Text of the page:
These allocations mean that nearly 70 per cent of the west coast prawn fleet will either continue to be exempt from days at sea altogether or will face no reduction. The remainder will face a reduction of no more than 5 per cent in their normal time.

    The Government will also help skippers affected this year by reductions in time at sea. Skippers will be offered a new opportunity to become involved in paid science work connected to inshore fisheries and the marine environment on the west coast. This opportunity will be open to all skippers, but the Government hopes that the initiative will be of particular interest to skippers operating locally on the west coast by serving to make up income potentially lost from a reduction in their fishing time.

    Fisheries Secretary Richard Lochhead said:

    “I have been meeting with fishermen from around the country to listen to their concerns. It is important for the west coast fishermen to have their time at sea to catch their prawn quotas.

    “The situation with the Cod Recovery Plan is extremely frustrating. I have been calling for changes to be made and will continue to do so. We need greater flexibility to manage the fisheries that move around our coast and I believe these prawn boats, which catch so little cod and have already put in place their own conservation measures, should be exempted from cod controls altogether.

    “This year’s allocations mean that some boats will experience a reduction of up to 5 per cent in the time at sea they have used in recent years. However I’m pleased that we are able to offer all skippers the opportunity to undertake paid science and research work. This will have the double benefit of making up potential income lost by vessels from a reduction in their time at sea while also giving us a better understanding of the fish stocks off the West Coast, allowing us to better manage a sustainable fishery for the future.”

  2. #92
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    http://www.sff.co.uk/node/730


    Decline in value of fish landings highlights severe economic pressures faced by Scottish fishing fleet

    19 April 2013

    Commenting on the release today (19 April) of provisional statistics by Scotland’s Chief Statistician which reveals that the overall quayside value of fish landed by the Scottish fleet in 2012 decreased by seven per cent, Bertie Armstrong, chief executive of the Scottish Fishermen’s Federation, said:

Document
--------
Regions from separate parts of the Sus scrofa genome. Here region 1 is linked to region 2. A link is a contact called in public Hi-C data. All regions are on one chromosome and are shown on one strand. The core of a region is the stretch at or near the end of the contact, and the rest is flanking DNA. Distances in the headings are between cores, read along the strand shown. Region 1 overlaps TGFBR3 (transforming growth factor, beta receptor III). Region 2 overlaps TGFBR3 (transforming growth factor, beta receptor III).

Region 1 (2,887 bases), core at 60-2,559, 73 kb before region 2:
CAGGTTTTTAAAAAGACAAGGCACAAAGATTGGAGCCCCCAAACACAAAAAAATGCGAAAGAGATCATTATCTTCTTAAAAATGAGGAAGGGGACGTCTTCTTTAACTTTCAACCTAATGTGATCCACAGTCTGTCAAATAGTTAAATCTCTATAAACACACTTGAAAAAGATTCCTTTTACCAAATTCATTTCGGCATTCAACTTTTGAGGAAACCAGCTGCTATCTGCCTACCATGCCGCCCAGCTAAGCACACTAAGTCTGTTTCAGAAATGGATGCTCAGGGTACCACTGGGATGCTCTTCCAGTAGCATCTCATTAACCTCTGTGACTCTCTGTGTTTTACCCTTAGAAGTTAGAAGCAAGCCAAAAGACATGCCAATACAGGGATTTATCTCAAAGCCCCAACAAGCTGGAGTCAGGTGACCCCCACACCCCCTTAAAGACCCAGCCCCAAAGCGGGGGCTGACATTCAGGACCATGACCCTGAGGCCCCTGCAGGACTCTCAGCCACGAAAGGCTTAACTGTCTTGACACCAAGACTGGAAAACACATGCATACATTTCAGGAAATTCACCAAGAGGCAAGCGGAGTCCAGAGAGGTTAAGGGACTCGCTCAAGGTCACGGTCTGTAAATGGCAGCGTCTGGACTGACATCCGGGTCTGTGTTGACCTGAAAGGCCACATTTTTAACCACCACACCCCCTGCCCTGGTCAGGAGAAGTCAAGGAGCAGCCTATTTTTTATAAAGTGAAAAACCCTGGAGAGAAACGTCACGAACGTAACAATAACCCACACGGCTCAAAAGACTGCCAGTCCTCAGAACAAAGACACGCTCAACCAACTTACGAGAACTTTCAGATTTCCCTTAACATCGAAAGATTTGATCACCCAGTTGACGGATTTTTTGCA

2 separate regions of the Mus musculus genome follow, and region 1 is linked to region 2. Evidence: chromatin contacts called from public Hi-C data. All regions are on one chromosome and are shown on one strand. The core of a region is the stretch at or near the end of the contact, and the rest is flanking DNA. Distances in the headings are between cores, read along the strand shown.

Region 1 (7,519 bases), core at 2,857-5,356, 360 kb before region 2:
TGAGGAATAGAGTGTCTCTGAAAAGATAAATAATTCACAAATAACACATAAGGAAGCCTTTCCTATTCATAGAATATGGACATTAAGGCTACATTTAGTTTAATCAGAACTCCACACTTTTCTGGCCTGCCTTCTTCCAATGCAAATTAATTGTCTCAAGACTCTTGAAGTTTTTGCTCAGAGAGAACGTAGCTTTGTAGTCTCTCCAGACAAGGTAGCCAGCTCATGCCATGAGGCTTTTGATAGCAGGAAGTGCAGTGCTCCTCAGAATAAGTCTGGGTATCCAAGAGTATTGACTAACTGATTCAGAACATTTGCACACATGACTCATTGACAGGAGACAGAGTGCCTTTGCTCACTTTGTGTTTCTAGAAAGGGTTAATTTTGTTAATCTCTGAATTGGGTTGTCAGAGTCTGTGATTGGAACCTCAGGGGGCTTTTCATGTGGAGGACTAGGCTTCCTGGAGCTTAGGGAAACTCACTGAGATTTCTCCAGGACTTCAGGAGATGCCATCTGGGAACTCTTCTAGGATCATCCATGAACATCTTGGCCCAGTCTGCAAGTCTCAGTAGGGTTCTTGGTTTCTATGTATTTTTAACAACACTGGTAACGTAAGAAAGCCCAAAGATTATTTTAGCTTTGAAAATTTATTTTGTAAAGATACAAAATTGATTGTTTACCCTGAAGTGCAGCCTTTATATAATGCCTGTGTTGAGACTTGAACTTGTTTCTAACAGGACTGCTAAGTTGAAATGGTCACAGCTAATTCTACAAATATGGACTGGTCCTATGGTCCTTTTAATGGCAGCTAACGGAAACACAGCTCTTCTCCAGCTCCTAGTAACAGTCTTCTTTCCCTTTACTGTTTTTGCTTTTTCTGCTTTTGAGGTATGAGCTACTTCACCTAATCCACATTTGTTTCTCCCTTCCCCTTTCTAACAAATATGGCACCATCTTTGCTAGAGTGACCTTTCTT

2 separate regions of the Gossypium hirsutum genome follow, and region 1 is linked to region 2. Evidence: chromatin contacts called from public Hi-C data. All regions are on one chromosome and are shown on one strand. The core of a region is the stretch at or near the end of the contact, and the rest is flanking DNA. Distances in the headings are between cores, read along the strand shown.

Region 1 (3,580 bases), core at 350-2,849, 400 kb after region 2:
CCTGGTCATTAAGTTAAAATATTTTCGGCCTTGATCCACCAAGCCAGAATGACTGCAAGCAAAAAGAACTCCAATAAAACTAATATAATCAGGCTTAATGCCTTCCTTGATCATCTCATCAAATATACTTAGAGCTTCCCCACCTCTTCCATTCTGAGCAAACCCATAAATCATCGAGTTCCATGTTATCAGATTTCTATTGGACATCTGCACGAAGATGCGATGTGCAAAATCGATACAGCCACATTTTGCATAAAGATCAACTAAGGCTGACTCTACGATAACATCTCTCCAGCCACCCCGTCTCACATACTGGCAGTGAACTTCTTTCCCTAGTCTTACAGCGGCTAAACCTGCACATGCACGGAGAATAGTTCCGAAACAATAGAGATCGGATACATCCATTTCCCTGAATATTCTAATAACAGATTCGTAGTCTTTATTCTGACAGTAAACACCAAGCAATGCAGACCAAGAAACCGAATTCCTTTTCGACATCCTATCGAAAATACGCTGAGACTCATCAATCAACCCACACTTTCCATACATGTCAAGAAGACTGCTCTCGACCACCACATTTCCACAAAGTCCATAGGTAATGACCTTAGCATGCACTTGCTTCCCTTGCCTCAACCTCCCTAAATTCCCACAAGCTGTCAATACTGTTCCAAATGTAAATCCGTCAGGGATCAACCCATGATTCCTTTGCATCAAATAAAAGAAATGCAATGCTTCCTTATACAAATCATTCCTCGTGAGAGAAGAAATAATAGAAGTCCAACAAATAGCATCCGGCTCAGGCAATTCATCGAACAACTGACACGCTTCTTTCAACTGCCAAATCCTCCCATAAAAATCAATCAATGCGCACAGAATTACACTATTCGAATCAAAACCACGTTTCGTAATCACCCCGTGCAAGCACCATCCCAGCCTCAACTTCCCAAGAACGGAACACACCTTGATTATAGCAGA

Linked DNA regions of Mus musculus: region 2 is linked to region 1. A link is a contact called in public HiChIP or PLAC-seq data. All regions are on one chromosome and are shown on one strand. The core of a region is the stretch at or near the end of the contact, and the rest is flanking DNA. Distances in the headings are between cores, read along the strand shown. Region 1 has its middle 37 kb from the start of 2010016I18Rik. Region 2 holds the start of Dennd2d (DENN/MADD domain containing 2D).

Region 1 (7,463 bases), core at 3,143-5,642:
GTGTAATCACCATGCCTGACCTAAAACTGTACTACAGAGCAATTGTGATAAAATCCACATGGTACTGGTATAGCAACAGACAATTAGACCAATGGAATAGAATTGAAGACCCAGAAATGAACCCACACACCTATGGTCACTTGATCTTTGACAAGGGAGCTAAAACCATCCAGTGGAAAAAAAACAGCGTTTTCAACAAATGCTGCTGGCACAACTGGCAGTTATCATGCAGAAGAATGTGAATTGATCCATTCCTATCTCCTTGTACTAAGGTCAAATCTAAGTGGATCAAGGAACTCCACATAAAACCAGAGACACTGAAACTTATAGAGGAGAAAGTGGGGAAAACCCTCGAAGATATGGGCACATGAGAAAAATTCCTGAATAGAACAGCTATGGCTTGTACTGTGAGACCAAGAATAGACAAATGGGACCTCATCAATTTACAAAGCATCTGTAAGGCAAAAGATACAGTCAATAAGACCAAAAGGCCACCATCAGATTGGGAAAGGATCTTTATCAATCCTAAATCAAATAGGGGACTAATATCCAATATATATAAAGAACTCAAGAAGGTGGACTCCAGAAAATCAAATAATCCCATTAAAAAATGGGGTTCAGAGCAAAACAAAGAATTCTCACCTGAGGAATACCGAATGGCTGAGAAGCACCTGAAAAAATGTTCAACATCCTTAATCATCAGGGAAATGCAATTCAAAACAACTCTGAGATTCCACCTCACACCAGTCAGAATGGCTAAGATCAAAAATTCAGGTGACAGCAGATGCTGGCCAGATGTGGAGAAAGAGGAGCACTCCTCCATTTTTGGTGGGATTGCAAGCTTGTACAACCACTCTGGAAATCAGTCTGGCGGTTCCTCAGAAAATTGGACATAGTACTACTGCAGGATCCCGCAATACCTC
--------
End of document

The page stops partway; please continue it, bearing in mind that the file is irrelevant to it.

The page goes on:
“These latest fisheries statistics highlight the extremely difficult marketing conditions and low quayside prices being endured by the Scottish fleet. It should not be forgotten that this fall in the overall value comes at the time when the Scottish fleet is facing spiralling operational costs, including high fuel prices. Our fishing boats also have to adhere to incredibly tight restrictions on the number of fishing days allowed, which means that a good proportion of the fleet is teetering on the brink of economic viability.

    “The figures highlight more than ever the need for UK consumers to throw their support behind the fishing industry and buy more home-caught seafood, especially since Scottish fish is the sustainable choice with fishing pressure being at a record low and most stocks increasing.”

    The provisional figures show that the total value of fish landed by Scottish vessels in 2012 was £464 million, seven per cent lower than in 2011. This decrease in total landed value is the result of reductions in the overall value of all species types. There was little change in the volume of fish landed between 2011 and 2012. The tonnage of pelagic fish landed increased by four per cent, whilst shellfish landings decreased by five per cent. The tonnage of demersal species landed was similar to 2011.